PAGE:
Friday, August 29, 2008


Protesters push police off compound

BANGKOK | Protesters of the Thai government occupying the grounds of the prime minister’s office forced several hundred policemen off the compound early Friday and promised more action in their bid to oust the leader.

Police exercised restraint when the demonstrators — some armed with golf clubs, batons and bamboo sticks — pushed up to 400 officers out of the Government House grounds at about 1 a.m.

Thousands of supporters of the conservative People’s Alliance for Democracy spent a third night encamped at Government House in support of their campaign to force Prime Minister Samak Sundaravej from office.

The alliance accuses Mr. Samak’s government of serving as a proxy for former Prime Minister Thaksin Shinawatra, who was ousted in a 2006 coup and faces several pending corruption cases. Mr. Thaksin is in self-imposed exile in Britain.


100 militants killed in fighting

KABUL | A four-day battle that began with an ambush on a joint U.S.-Afghan patrol in southern Afghanistan has killed more than 100 militants, the coalition said Thursday.

Militants wielding rocket-propelled grenades, guns and mortars attacked the joint patrol in the southern province of Helmand multiple times starting Monday, the coalition said. The combined force called in fighter aircraft for support.


Top court upholds abortion law

MEXICO CITY | Mexico’s Supreme Court on Thursday upheld a law allowing abortion in the capital, handing a victory to leftist city lawmakers over conservative President Felipe Calderon’s government and the Catholic Church.

In an 8-3 vote, judges said there were no grounds to overturn a law approved in 2007 by the Mexico City assembly that legalized abortions on demand during the first trimester and established free public clinics.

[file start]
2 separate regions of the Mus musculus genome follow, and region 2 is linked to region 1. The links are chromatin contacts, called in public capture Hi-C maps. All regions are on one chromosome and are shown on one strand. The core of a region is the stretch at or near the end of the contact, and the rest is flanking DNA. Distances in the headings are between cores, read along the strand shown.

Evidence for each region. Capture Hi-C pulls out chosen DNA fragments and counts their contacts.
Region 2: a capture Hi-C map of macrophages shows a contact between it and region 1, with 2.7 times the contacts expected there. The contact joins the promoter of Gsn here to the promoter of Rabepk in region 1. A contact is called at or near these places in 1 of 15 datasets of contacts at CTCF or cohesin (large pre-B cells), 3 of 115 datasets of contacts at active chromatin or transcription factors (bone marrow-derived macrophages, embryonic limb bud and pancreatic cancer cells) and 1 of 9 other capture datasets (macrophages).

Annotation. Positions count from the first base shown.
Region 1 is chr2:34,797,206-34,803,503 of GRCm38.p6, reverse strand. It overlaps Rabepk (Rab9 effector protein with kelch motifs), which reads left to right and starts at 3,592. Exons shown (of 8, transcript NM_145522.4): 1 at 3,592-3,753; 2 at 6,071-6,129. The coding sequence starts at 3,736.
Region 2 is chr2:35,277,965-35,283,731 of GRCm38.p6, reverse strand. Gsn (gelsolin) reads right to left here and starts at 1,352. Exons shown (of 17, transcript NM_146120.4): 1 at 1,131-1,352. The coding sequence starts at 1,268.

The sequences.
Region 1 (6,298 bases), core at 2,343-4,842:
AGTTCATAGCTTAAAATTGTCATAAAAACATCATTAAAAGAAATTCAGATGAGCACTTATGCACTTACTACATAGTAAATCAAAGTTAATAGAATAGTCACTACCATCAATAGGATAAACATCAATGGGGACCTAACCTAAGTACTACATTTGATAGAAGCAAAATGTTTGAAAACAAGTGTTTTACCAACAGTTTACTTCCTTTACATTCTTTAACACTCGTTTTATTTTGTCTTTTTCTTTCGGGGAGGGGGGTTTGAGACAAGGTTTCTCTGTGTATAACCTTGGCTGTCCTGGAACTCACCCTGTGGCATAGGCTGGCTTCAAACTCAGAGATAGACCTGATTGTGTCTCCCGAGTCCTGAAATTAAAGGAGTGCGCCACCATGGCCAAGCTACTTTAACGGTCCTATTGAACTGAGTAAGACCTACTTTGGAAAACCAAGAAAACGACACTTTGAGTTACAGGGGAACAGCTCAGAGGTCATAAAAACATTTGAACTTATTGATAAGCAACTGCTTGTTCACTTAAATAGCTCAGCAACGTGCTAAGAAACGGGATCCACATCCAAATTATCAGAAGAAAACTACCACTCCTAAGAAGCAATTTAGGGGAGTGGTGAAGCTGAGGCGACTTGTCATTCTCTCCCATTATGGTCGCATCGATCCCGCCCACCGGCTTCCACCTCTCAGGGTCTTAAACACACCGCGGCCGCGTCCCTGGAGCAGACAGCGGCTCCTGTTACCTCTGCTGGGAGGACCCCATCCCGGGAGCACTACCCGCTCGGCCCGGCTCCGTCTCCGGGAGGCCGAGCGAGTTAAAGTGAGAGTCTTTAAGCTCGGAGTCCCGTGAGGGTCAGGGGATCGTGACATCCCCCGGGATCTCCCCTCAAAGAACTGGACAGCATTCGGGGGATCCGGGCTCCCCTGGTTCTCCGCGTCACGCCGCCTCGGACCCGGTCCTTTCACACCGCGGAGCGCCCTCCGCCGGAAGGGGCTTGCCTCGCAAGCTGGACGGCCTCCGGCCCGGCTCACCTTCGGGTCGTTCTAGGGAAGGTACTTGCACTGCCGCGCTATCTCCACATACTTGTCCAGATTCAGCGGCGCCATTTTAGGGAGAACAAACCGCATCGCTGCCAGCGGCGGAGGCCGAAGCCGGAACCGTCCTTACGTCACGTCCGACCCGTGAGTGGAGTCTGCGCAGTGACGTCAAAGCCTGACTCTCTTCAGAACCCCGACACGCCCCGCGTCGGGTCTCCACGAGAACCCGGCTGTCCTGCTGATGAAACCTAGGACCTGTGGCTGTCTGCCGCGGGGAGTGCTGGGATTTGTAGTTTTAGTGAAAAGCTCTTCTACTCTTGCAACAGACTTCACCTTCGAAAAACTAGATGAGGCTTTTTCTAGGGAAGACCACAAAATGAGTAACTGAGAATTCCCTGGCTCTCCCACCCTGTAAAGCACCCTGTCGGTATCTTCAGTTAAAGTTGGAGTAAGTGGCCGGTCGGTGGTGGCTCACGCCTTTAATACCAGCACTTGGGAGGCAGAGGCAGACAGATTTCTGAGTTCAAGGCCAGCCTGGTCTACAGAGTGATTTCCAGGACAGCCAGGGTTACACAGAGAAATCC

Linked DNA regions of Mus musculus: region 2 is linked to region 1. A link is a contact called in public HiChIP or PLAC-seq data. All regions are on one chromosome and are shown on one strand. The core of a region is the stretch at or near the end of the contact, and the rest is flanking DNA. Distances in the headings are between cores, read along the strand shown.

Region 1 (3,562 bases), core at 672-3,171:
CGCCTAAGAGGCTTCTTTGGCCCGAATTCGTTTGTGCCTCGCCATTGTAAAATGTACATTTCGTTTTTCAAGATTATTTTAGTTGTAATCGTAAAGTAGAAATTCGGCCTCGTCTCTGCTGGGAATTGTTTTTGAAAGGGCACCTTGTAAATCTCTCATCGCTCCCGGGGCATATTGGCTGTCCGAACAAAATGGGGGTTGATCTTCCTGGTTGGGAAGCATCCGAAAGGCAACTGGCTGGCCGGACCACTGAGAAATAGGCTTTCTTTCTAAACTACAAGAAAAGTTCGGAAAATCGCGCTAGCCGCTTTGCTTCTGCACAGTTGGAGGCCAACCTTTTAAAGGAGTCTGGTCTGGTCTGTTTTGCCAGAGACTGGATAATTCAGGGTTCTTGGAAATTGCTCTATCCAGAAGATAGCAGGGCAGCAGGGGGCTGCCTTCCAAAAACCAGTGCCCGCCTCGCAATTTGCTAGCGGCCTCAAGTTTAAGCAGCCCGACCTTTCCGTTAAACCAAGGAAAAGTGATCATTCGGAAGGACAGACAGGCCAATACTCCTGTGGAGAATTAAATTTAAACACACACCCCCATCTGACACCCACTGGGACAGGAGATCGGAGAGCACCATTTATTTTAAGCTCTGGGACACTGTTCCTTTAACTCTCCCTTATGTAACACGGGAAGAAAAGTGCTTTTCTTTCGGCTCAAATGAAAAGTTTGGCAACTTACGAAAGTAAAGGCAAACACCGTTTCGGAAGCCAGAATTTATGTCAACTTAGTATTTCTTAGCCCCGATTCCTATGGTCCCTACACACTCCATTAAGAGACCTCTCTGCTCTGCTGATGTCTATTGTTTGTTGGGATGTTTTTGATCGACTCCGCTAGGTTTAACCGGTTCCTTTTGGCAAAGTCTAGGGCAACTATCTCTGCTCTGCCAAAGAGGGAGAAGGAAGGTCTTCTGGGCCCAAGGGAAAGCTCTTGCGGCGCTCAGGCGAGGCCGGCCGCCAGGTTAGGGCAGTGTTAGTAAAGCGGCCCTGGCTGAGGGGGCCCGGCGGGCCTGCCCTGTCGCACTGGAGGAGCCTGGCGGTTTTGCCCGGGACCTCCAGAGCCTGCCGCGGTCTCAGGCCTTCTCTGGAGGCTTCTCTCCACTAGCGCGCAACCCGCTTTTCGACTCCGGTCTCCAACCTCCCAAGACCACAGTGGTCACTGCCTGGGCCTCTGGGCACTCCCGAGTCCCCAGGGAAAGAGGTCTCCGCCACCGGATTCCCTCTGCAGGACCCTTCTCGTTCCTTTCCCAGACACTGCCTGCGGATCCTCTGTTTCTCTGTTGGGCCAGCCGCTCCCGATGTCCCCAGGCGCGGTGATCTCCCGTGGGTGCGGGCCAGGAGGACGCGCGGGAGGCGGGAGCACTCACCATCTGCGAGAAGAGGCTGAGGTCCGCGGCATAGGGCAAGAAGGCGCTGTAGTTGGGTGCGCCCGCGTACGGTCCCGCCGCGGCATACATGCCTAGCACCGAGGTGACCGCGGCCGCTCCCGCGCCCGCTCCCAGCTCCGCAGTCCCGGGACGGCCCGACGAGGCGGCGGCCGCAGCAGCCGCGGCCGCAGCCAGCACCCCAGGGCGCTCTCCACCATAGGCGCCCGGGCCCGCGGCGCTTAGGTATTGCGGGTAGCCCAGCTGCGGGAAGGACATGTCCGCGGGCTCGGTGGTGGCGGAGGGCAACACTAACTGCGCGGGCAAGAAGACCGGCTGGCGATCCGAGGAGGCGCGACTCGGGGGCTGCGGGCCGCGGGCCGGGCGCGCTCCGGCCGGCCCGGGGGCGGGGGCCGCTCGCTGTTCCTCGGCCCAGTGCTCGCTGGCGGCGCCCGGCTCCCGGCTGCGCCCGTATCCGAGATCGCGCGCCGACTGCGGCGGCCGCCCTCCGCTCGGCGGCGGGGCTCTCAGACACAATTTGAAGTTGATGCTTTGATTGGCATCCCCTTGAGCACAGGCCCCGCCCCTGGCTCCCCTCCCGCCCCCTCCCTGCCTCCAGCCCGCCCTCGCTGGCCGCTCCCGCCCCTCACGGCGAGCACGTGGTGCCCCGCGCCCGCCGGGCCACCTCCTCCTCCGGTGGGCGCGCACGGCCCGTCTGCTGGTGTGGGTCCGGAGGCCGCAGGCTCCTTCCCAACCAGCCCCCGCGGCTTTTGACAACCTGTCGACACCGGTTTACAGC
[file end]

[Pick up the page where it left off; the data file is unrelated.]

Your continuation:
The landmark decision could open the door for other states in Mexico to follow the capital’s lead in relaxing laws that criminalize abortion, legal analysts said.


Dalai Lama hospitalized

NEW DELHI | The Dalai Lama, the exiled Tibetan spiritual leader, was admitted to a hospital in India with “abdominal discomfort” but there was no cause for concern, doctors said Thursday.

The spiritual leader, who canceled two foreign trips after he complained of fatigue, was “cheerful” after reaching the hospital in Bombay, a hospital spokesman said.

The Nobel Peace Prize winner returned to Dharmsala, the north Indian town where Tibet’s self-proclaimed government in exile is based, on Sunday after a two-week visit to France.


Hostage crisis ends with rebels killed

SRINAGAR | Government forces ended a hostage crisis early Thursday in the mainly Hindu city of Jammu in Indian Kashmir when they killed the last of three rebels thought to have seized eight people, army officials said.

The slayings ended a 20-hour gunbattle with rebels who were hiding inside a two-story concrete building in the outskirts of Jammu, a senior army official said.

Two hostages died in the gunbattle, along with the three militants. The other six hostages, including four children, survived. Three soldiers and three other civilians also died in the violence Wednesday.

From wire dispatches and staff reports

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